Keep your dog safe at Christmas
Christmas is the season of overindulgence for most of us, and our pets are no exception! We all like to treat our doggies from time to time, but feeding them the wrong foods can have serious consequences and the potential to be fatal. Awareness of danger foods and by being careful to keep them out of reach of our canine friends will help to keep them safe over the festive period.
Harmful Foods for dogs:-
Chocolate contains theobromine which is poisonous to dogs. Darker chocolate has a higher content, but it is also present in milk chocolate and white chocolate. Symptoms will include vomiting, diarrhoea, restlessness, hyperactivity and seizures and can occur between 4-24 hours after your dog has consumed chocolate and will vary depending on the amount and type of chocolate eaten by your dog.
Grapes, Raisins, Currants and Sultanas can cause kidney failure, dogs that already have underlying health problems are at greatest risk and just one raisin can be severely toxic. As these are used in a variety of foods this season Mince Pies, Christmas Cake and Christmas Pudding are also poisonous to our doggies.
Cooked bones can cause a dog to choke and they can also splinter causing internal injuries. So be very careful where you leave the turkey carcass to keep it out of your doggies reach and dispose of it carefully so that your doggy does not raid the kitchen bin when everyone has gone to sleep at night.
Alcohol and foods that contain alcohol are significantly more toxic to our doggy friends. Even a small amount can be potentially fatal. Be careful where you put your glass to keep it out of your dog’s reach.
It’s not known why Macadamia Nuts are poisonous to dogs, but they can cause your dog to experience weakness, become sleepy, sometimes wobbly on their feet or pain/stiffness when walking, vomiting and an increased body temperature. Macadamia nuts covered in chocolate pose a double risk to your doggy.
Blue Cheeses contain a substance called roquefortine C and dogs appear sensitive to this and in more extreme cases can cause dogs to quickly develop muscle tremors and seizures.
Mouldy Food – Be careful when feeding the birds your leftovers that your dog cannot eat these too as mouldy foods contain toxins that can make your doggy very ill.
Onions, garlic, leeks, shallots and chives can cause stomach and gut irritation. These plants contain a substance that can damage red blood cells and cause anaemia. Make sure that your doggy does not eat raw, cooked or dried versions of these vegetables or takeaways that include these veggies and herb.
Xylitol an artificial sweetener is found in many sugar-free gums, sweets, cakes and foods. Even a very small quantity can be toxic to dogs, potentially leading to fatal hypoglycaemia (lowered sugar levels). Symptoms can include weakness, vomiting lethargy or they may collapse.
Avocado contains a toxin called persin which can cause stomach and gut irritation. And the avocado stone is dangerous if consumed by your dog as it could block the gastrointestinal tract leaving your dog requiring surgery.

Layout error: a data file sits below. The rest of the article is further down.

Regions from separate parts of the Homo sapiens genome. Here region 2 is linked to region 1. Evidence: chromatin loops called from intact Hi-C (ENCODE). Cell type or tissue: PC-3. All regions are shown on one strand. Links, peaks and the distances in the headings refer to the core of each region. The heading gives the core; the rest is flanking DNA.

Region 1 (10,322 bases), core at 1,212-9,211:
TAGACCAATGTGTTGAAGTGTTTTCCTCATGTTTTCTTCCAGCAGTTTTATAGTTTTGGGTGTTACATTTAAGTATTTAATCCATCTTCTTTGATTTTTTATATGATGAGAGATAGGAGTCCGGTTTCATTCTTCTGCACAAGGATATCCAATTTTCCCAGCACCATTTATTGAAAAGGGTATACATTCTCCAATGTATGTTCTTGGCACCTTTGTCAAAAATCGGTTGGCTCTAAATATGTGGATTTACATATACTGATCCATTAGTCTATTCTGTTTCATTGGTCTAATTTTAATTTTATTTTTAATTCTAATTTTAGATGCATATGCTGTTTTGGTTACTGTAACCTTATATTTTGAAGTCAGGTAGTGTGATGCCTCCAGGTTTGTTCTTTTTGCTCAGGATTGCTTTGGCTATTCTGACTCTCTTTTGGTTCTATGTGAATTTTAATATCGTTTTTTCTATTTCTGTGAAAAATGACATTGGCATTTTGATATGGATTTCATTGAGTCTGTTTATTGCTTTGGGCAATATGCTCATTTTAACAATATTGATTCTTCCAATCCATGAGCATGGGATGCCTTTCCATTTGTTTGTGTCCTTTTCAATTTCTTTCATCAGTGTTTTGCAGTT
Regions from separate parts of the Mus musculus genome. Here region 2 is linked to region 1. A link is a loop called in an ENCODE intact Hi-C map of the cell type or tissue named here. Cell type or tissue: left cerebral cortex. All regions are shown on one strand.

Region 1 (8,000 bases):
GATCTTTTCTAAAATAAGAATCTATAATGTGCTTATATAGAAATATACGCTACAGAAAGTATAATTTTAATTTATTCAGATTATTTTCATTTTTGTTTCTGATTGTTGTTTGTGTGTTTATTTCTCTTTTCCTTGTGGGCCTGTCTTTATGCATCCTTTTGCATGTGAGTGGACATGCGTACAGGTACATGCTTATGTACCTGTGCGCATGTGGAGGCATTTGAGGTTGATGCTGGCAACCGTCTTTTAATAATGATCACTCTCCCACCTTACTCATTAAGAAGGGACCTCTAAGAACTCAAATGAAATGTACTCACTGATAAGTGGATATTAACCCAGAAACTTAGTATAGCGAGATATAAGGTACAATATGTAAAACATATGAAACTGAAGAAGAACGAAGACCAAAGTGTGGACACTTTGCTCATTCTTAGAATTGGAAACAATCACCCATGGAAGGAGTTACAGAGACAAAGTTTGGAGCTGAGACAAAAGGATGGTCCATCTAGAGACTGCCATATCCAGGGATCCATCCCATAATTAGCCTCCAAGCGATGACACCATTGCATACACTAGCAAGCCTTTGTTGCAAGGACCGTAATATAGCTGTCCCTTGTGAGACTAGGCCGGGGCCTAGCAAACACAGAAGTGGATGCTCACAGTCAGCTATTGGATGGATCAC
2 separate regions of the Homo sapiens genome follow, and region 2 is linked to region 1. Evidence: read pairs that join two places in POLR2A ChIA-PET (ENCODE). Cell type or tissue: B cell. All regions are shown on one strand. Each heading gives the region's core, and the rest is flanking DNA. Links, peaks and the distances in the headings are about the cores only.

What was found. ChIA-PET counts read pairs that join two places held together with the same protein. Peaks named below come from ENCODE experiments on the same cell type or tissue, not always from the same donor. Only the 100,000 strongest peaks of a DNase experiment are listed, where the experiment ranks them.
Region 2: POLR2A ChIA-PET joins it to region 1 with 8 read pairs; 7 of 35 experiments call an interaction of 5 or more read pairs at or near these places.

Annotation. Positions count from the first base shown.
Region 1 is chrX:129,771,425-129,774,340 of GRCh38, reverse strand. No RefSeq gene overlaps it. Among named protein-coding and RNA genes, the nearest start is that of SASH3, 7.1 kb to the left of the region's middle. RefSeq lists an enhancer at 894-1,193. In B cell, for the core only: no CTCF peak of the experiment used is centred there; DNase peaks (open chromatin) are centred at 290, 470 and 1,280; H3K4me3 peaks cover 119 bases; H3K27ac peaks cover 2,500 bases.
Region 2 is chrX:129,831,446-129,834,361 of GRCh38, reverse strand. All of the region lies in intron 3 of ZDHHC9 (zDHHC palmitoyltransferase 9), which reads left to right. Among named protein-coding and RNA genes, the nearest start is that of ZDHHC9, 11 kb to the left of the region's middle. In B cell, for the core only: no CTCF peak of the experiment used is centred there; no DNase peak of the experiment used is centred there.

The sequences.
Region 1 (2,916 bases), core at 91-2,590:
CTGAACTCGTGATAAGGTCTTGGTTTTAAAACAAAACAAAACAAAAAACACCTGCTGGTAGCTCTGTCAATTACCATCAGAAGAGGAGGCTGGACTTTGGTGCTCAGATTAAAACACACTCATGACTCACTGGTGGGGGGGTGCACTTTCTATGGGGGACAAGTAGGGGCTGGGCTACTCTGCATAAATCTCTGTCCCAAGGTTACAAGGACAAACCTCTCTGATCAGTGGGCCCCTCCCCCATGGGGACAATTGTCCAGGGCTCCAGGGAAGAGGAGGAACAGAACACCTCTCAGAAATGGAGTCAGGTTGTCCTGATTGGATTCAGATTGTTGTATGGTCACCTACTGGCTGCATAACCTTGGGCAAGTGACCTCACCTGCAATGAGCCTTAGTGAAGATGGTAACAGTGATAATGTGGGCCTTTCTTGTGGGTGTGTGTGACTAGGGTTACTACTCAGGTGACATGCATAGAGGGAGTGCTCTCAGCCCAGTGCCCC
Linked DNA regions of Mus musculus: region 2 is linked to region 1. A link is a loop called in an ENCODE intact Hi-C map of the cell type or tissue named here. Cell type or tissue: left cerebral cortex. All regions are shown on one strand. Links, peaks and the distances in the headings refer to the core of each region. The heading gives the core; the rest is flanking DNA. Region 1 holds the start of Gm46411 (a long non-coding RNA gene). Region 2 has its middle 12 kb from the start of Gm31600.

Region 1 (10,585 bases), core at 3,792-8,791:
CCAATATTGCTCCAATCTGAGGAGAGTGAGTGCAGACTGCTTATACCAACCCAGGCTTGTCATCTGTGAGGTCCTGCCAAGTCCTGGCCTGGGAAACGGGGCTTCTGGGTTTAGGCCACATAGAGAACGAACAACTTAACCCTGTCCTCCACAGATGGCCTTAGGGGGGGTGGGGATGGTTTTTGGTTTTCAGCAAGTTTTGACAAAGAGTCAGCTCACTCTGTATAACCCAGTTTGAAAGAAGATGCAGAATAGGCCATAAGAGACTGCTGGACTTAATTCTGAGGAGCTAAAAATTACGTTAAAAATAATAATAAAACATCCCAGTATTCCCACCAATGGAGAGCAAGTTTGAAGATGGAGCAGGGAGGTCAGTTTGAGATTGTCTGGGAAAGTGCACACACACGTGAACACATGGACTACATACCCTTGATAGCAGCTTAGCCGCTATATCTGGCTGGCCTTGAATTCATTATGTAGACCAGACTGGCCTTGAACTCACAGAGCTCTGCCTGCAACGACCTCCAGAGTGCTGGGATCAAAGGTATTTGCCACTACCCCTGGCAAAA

The best advice of all to keep your dog safe is to keep them to their normal meals and treats, and make sure they don’t overeat, it is as important for them to look after their waistlines as it is ours.
As with anything concerning your dog’s health if you are at all worried contact your vet for advice.
Household things to be aware of :-
Poisonous Plants like holly, ivy, mistletoe, lillies and poinsettia are all toxic to pets if they eat them. Keep them out of your pet’s reach.
Our dogs can get excited and love our Xmas Gifts and Decorations but these can pose serious risks. Always be cautious with fairy lights, baubles, tinsel and wrapping paper which can easily be chewed or swallowed and cause an obstruction in the stomach. If you hang chocolate or sweeties on the tree keep them out of your dog’s reach. Our dogs can be very interested in our Christmas gifts such as soft toys, small toys or anything edible or chewy! If your dog has eaten anything they shouldn’t have – contact your vet immediately for advice.
Christmas trees, be aware that the sharp points of pine needles can cause damage internally if eaten.
Healthy treats for your dog
As with anything new you feed your dog, make sure it is cleaned and if new it is introduced to their diet gradually, and everything in moderation.
Carrots – a raw carrot is good for your dog to chew and helps keep their teeth clean too. Cut into slices or sticks make a nice easy to give treat too.
Cucumber – a few slices make a nice refreshing treat.
Dehydrated vegetable treats – there are a number of companies now offering dried vegetable treats for your dog, helpful if you don’t happen to have a dehydrator to hand.
Fish skin chews – There are companies like Fish 4 Dogs, Skippers and Sea Treats that make tasty fish skin chews for your dog that will be good for their teeth and low in fat.
Dried Tripe – don’t be put off, this is a treat that will keep your doggy busy for a while and is low in fat too.
If you’d like to make some nice Homemade biscuits try this recipe from RSPCA